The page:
The following typical examination topics from past offerings of the course:

University of Vienna
Department of African Studies
African Languages and Literatures Section
January 29, 2015

Course no 140251 Afriphone Literatures: From Oral to Written Texts in African Languages

Lecture XX: Final Written Examination 2.10pm to 3pm

Answer only one of the following three questions:

1. What are the main sources and origins of African oral performances? Illustrate this with the pyramidal organization of the African universe.

2. Documenting indigenous cultures, such as African oral literatures, is considered an important aspect of heritage preservation in the 21st Century. Discuss this statement with reference to your study of the spoken and sung texts of the Dagaaba of West Africa.

3. In what ways can libation pouring be considered a genre of African oral literature?

Good luck!

University of Vienna
Department of African Studies
African Languages and Literatures Section
March, 2015

Course no 140251 Afriphone Literatures: From Oral to Written Texts in African Languages

Answer only one of the following three questions:

1. African oral literary performances are very much inspired by the pyramidal organization of the African universe with the Supreme God at the top? Outline this pyramidal organization and illustrate how it inspires oral literture.

2. Documenting indigenous cultures, such as African oral literatures, is considered an important aspect of heritage preservation in the 21st Century. How does your study of the spoken and sung texts of the Dagaaba of West Africa help you appreciate this key issue in African literature?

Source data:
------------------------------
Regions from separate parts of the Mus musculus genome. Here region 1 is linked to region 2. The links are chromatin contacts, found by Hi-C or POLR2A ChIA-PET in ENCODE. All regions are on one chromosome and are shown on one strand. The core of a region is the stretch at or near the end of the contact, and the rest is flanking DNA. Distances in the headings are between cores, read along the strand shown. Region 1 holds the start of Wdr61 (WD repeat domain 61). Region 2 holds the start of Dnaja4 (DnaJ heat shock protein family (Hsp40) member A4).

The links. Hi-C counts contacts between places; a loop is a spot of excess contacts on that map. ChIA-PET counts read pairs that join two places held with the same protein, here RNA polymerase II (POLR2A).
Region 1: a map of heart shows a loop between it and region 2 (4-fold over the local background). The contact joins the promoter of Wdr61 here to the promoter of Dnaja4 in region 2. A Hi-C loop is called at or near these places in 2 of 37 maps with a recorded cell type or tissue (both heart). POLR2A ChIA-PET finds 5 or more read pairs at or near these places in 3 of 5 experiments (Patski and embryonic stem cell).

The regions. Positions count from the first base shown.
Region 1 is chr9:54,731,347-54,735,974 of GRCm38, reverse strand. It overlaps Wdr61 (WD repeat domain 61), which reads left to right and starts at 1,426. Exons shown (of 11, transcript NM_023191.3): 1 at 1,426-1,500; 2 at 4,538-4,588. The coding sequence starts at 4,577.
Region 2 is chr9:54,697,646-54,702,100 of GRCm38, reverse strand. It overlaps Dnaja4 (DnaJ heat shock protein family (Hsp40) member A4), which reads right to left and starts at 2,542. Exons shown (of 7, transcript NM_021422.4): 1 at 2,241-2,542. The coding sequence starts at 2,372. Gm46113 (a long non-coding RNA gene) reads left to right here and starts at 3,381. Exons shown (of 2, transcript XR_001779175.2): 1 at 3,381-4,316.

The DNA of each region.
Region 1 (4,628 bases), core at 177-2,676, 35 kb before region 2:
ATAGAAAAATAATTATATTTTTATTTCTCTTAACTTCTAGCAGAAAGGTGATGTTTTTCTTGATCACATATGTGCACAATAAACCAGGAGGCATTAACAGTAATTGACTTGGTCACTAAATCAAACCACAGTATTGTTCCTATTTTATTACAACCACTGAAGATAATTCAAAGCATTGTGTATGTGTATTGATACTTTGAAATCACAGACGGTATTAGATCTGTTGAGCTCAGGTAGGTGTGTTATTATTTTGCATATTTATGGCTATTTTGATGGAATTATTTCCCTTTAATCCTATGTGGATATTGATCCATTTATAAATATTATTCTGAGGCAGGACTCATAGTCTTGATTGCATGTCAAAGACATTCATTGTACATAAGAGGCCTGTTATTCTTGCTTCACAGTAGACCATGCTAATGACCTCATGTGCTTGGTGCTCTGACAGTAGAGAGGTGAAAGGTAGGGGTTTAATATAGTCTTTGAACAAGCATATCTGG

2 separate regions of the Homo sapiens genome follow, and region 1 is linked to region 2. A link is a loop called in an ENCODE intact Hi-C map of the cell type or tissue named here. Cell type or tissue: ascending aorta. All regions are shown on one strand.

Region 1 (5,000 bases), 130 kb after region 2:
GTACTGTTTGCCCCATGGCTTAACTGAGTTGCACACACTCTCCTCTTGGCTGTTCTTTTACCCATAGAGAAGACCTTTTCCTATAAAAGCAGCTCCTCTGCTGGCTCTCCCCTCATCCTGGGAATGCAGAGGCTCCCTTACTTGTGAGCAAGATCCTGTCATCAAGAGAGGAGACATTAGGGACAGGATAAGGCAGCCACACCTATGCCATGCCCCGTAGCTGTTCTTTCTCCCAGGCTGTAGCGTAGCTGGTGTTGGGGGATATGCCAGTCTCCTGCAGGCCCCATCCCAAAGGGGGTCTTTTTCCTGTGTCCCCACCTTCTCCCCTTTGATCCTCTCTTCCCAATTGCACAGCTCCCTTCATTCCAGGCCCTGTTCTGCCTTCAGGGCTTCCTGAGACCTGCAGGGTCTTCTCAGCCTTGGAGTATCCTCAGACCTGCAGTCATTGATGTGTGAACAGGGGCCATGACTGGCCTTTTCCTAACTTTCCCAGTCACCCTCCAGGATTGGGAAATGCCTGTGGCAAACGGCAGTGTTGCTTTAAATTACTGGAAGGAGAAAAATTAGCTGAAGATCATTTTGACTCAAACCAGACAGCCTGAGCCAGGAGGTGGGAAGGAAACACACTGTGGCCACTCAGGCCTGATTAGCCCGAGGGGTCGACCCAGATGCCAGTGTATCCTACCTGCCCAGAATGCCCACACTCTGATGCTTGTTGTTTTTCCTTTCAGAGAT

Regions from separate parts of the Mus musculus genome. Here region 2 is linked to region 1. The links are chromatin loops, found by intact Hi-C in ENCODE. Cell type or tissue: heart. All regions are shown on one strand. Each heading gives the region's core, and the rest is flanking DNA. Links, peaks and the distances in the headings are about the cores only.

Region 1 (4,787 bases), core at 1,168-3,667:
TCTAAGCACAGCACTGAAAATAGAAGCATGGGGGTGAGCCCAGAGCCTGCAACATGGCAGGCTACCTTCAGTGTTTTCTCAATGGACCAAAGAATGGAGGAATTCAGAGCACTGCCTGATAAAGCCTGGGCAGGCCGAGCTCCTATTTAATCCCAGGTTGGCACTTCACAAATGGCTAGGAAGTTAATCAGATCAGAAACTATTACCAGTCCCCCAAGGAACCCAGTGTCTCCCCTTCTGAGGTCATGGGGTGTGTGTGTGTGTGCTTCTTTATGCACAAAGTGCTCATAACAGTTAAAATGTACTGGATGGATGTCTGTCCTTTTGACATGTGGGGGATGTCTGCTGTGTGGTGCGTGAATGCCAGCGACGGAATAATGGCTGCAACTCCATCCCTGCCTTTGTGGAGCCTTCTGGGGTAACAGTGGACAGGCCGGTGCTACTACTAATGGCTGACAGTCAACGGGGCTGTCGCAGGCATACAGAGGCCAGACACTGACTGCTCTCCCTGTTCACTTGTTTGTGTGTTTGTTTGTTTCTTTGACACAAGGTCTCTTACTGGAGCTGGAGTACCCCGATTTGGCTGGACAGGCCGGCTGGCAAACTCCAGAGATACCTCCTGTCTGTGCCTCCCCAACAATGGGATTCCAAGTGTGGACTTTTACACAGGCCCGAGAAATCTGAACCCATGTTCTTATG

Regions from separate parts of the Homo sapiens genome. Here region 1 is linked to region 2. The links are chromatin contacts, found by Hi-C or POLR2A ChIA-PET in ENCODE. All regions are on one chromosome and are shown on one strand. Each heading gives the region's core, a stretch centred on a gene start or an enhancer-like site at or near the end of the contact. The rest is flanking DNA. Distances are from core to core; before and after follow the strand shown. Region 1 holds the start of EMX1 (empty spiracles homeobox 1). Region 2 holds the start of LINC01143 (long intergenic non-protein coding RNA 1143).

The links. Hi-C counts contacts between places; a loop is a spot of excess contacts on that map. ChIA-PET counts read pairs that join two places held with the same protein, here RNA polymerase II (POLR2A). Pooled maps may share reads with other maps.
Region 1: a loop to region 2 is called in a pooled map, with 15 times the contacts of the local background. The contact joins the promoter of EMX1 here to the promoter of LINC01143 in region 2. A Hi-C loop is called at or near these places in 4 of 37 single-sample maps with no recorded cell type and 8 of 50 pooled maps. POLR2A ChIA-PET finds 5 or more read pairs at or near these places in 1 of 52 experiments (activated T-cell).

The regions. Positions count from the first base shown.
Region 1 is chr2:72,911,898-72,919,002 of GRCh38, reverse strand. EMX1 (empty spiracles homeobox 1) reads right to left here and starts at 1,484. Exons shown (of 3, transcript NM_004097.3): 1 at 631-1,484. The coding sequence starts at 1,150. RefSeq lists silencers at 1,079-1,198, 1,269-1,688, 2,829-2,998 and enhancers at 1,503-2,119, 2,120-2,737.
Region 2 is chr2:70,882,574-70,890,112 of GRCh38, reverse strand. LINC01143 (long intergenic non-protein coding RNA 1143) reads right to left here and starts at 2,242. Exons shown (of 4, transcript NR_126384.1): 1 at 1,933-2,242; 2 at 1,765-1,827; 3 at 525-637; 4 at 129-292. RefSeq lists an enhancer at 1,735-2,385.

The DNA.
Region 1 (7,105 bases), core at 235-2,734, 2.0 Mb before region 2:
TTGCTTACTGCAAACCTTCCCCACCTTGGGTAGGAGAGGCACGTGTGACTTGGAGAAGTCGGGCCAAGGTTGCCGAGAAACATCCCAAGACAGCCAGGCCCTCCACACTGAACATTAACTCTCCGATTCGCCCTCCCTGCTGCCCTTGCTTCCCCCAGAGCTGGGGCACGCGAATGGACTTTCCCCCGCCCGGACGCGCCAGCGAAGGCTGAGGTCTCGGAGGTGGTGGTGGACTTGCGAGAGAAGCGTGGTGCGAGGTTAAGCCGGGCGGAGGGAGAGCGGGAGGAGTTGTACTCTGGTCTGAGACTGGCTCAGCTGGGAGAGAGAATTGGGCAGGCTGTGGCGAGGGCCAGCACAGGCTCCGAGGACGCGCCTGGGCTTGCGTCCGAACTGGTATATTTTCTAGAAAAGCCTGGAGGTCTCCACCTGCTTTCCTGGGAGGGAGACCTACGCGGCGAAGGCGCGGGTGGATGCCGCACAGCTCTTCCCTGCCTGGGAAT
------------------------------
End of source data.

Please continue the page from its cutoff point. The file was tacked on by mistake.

3. In what ways can libation pouring be considered a genre of African oral literature?

Good luck!

Literatur

Mark Ali and Adams Bodomo. 2021. Dagaare Folktales in Parallel Texts. LIT Verlag.

o Centre for Black and African Arts and Civilization, 1991. Proceedings of the International Symposium on African Literatures. Lagos, Nigeria.

o Debate exchanges between Chinua Achebe and Ngugi Wa Thiong’o
http://abagond.wordpress.com/2011/12/28/ngugi-wa-thiongo-the-language-of-african-literature/

o BBC video interview with Ngugi Wa Thiong’o
http://www.bbc.co.uk/news/world-radio-and-tv-23367692

o Do not put African writers in a box:
http://www.chathamhouse.org/sites/default/files/public/The%20World%20Today/2013/OctNov/WT0513WaNgugi.pdf

o Bayo Ogunjimi and Abdul-Rasheed Na'Allah. 2005. Introduction to African Oral Literature and Performance. Trenton, N.J.: Africa World Press

o Bodomo, A. B.and Manolete Mora. 2007. Documenting spoken and sung texts of the Dagaaba of West Africa. Empirical Musicology Review, 2(3): 81-102. https://kb.osu.edu/dspace/bitstream/handle/1811/28815/EMR000028a.pdf;jsessionid=45625CEB56E4269071A4D08E896419CD?sequence=37

o Bodomo, A. B. 2017. Parallel text: a theoretical and methodological strategy for promoting African language literature in the twenty first century. In: Translation: A Transdisciplinary Journal, Issue 6, September 2017, p. 36-52.

o Senayon Olaoluwa: “The Being That Animates All Things”: Cannibalization, Simulation, and the Animation of Oral Performance in Ngugi's Wizard of the Crow. Critique: Studies in Contemporary Fiction, 55/4 , 2014, pp. 389-405.

Zuordnung im Vorlesungsverzeichnis

SAL.KU, SAL.T1, SAL.T2

Letzte Änderung: Mo 04.10.2021 11:48